That would have been the title I picked for my recent Foreign Policy essay that has caused an uproar. In fact, the title the editors used, "It's Time to Bring Imperialism Back to the Middle East," misrepresented what I wrote. Rather than argue for renewed imperialism, I chronicled how imperialism helped stabilize the Middle East for significant periods in the past and analyzed the post-imperial future that now awaits us in the region. The Foreign Policy editors did change the title to "The Ruins of Empire in the Middle East," which more accurately reflects my text.
In response to vigorous debate over U.S. strategy in Iraq following ISIS’ conquest of Ramadi, seven Center for a New American Security (CNAS) experts have written short commentaries on U.S. options in the country. These commentaries reflect a broad range of viewpoints, recommending everything from “doing more now,” to creating a regional strategy, to empowering the Sunni population.
In response to vigorous debate over U.S. strategy in Iraq following ISIS’ conquest of Ramadi, Senior Fellow Robert D. Kaplan has written a new Press Note arguing that the United States must be certain not to get “trapped” in Iraq again.
Though imperialism is now held in disrepute, empire has been the default means of governance for most of recorded history, and the collapse of empires has always been messy business, whether in China and India from antiquity through the early 20th century or in Europe following World War I.
Editors’ note: The original headline of Robert Kaplan’s article, chosen by the editors, generated some controversy and was subsequently changed to better reflect the argument of the text. Below, Kaplan responds to the criticism regarding the original headline:
As the United States and Iran near an historic nuclear agreement there is an intense debate about whether a deal represents capitulation to Iranian interests in the Middle East or an opportunity to help stabilize the region. If the United States and its partners learn the lessons of previous nuclear negotiations with Iran, and pursue a tightly coordinated strategy in the region, there is a potential over the next few years to ameliorate the conflict-ridden Middle East.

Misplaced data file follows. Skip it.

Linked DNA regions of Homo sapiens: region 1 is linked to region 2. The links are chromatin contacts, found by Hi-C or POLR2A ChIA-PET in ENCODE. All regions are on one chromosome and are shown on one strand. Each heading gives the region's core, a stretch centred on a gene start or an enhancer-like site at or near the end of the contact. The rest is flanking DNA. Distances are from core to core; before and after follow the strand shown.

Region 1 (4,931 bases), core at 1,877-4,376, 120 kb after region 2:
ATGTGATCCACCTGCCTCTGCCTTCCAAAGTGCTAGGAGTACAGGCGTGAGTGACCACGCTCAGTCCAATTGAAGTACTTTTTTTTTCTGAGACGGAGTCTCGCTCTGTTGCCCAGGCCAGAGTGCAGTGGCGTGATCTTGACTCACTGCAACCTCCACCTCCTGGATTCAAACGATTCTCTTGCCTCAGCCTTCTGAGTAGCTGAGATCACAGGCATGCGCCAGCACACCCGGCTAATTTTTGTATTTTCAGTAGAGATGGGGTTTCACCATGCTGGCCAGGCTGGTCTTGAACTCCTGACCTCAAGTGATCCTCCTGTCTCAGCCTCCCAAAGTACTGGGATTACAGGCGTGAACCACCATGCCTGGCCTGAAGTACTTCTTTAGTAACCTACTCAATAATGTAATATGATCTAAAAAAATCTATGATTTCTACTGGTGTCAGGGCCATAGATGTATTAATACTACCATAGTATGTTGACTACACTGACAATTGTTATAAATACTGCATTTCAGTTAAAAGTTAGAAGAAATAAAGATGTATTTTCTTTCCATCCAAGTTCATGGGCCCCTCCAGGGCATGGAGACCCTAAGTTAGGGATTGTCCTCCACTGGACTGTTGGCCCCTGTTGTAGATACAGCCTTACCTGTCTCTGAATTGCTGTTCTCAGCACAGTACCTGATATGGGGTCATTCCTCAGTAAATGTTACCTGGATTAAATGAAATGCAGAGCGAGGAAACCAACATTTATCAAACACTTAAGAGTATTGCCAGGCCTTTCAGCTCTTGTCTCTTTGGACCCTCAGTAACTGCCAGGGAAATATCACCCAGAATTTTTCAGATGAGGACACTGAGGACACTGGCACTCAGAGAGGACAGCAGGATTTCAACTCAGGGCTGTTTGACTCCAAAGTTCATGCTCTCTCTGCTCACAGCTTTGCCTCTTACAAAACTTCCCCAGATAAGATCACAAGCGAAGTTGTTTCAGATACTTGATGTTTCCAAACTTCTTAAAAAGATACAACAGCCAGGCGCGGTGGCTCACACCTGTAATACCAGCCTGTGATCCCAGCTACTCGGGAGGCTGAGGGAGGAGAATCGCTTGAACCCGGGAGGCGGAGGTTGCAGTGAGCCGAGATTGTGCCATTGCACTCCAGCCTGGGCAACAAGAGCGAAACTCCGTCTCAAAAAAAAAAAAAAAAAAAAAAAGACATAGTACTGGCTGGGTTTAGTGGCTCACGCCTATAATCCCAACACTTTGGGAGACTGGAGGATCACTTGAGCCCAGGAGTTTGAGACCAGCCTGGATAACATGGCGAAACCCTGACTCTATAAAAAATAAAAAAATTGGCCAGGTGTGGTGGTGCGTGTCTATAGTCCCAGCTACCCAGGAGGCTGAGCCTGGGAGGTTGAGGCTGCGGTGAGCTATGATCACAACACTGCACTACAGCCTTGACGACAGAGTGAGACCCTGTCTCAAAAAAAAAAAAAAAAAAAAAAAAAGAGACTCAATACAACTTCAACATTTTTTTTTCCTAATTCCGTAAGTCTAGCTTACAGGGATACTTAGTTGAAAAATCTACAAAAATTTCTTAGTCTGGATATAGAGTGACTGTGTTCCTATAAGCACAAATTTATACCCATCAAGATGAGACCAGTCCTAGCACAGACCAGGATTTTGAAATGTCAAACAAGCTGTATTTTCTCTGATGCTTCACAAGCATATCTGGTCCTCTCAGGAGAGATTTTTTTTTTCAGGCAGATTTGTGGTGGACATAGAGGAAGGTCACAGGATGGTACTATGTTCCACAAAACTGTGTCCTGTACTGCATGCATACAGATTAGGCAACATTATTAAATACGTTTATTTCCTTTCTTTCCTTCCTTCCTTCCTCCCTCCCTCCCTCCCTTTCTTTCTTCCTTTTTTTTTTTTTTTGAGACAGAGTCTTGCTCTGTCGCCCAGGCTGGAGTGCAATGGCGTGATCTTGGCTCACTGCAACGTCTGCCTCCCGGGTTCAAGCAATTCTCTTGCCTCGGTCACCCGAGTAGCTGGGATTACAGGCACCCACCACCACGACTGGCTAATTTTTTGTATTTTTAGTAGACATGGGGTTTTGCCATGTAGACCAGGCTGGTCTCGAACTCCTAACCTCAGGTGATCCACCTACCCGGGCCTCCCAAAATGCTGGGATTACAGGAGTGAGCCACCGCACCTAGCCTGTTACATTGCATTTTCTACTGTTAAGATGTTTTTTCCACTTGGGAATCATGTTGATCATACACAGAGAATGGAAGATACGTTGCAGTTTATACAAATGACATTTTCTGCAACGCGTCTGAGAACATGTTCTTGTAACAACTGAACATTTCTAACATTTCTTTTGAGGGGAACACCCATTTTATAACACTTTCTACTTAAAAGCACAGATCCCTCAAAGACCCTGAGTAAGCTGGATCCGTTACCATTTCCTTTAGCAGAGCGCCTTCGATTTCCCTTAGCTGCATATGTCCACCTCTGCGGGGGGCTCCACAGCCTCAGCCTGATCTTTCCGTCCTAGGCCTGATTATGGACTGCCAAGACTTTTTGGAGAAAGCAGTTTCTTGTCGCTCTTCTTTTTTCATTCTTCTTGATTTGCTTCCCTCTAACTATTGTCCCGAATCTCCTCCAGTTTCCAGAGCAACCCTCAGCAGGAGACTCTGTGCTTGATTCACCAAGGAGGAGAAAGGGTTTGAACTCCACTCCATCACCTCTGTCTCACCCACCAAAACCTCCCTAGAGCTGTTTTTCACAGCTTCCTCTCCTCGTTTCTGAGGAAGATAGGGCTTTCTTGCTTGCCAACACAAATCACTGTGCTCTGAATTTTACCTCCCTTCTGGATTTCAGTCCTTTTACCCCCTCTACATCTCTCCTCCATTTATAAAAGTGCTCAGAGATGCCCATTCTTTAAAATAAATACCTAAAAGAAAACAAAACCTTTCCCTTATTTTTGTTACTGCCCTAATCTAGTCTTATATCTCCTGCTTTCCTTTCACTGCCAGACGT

Appeasement is an age-old tactic of diplomacy. It can be a defensible one, but not as a frame of mind for an entire continent. Yet no word captures the general mood of Europe better than appeasement.
Europeans, it has been said, cherish freedom but do not want to sacrifice anything for it. Only about half a dozen of Nato’s 28 members spend 2 per cent of output on defence, the alliance’s guideline level. When Vladimir Putin’s Russia undermined the strategic state of Ukraine, they stood and watched.
Throughout all the vicissitudes of dealing with Iran, an obvious fact has been insufficiently addressed: The external behavior of Iran's regime is simply more dynamic and more effective than that of any other Muslim regime in the Middle East. Iran has constructed thousands of centrifuges. Tehran has trained and equipped Hezbollah in Lebanon and Shiite forces in Iraq and Yemen, and it has propped up Syria's embattled president. Turkey and the Arab world appear sleepy-eyed in comparison. Iran acts.
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